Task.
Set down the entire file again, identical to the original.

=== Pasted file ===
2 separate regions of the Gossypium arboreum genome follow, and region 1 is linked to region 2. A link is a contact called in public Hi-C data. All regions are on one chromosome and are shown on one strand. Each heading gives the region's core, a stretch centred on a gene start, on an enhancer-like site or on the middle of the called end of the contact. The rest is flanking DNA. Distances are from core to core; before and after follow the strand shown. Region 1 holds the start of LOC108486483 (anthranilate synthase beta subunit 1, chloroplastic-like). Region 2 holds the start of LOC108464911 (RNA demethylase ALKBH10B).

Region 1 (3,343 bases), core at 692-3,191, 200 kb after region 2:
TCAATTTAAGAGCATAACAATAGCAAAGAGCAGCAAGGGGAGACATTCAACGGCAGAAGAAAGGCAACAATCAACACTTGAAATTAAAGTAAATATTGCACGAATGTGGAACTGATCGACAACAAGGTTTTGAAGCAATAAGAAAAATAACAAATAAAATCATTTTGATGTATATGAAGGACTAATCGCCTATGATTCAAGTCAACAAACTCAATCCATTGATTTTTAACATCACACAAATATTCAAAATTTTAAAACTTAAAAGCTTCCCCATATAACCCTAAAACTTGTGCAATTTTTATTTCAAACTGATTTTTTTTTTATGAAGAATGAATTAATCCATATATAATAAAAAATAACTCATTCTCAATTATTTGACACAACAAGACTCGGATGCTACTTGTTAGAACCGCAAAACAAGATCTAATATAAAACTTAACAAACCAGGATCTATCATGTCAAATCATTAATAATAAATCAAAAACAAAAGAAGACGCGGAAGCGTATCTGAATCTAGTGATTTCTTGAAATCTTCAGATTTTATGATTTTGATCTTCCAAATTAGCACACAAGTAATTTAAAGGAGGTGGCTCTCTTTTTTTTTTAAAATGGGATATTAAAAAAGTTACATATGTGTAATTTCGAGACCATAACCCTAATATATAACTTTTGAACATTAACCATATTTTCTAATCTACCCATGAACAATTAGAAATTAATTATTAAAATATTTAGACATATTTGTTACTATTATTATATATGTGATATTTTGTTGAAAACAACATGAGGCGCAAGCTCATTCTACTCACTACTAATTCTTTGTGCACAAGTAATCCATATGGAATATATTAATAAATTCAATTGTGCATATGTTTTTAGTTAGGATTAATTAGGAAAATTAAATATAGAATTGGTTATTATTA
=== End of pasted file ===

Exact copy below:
2 separate regions of the Gossypium arboreum genome follow, and region 1 is linked to region 2. A link is a contact called in public Hi-C data. All regions are on one chromosome and are shown on one strand. Each heading gives the region's core, a stretch centred on a gene start, on an enhancer-like site or on the middle of the called end of the contact. The rest is flanking DNA. Distances are from core to core; before and after follow the strand shown. Region 1 holds the start of LOC108486483 (anthranilate synthase beta subunit 1, chloroplastic-like). Region 2 holds the start of LOC108464911 (RNA demethylase ALKBH10B).

Region 1 (3,343 bases), core at 692-3,191, 200 kb after region 2:
TCAATTTAAGAGCATAACAATAGCAAAGAGCAGCAAGGGGAGACATTCAACGGCAGAAGAAAGGCAACAATCAACACTTGAAATTAAAGTAAATATTGCACGAATGTGGAACTGATCGACAACAAGGTTTTGAAGCAATAAGAAAAATAACAAATAAAATCATTTTGATGTATATGAAGGACTAATCGCCTATGATTCAAGTCAACAAACTCAATCCATTGATTTTTAACATCACACAAATATTCAAAATTTTAAAACTTAAAAGCTTCCCCATATAACCCTAAAACTTGTGCAATTTTTATTTCAAACTGATTTTTTTTTTATGAAGAATGAATTAATCCATATATAATAAAAAATAACTCATTCTCAATTATTTGACACAACAAGACTCGGATGCTACTTGTTAGAACCGCAAAACAAGATCTAATATAAAACTTAACAAACCAGGATCTATCATGTCAAATCATTAATAATAAATCAAAAACAAAAGAAGACGCGGAAGCGTATCTGAATCTAGTGATTTCTTGAAATCTTCAGATTTTATGATTTTGATCTTCCAAATTAGCACACAAGTAATTTAAAGGAGGTGGCTCTCTTTTTTTTTTAAAATGGGATATTAAAAAAGTTACATATGTGTAATTTCGAGACCATAACCCTAATATATAACTTTTGAACATTAACCATATTTTCTAATCTACCCATGAACAATTAGAAATTAATTATTAAAATATTTAGACATATTTGTTACTATTATTATATATGTGATATTTTGTTGAAAACAACATGAGGCGCAAGCTCATTCTACTCACTACTAATTCTTTGTGCACAAGTAATCCATATGGAATATATTAATAAATTCAATTGTGCATATGTTTTTAGTTAGGATTAATTAGGAAAATTAAATATAGAATTGGTTATTATTA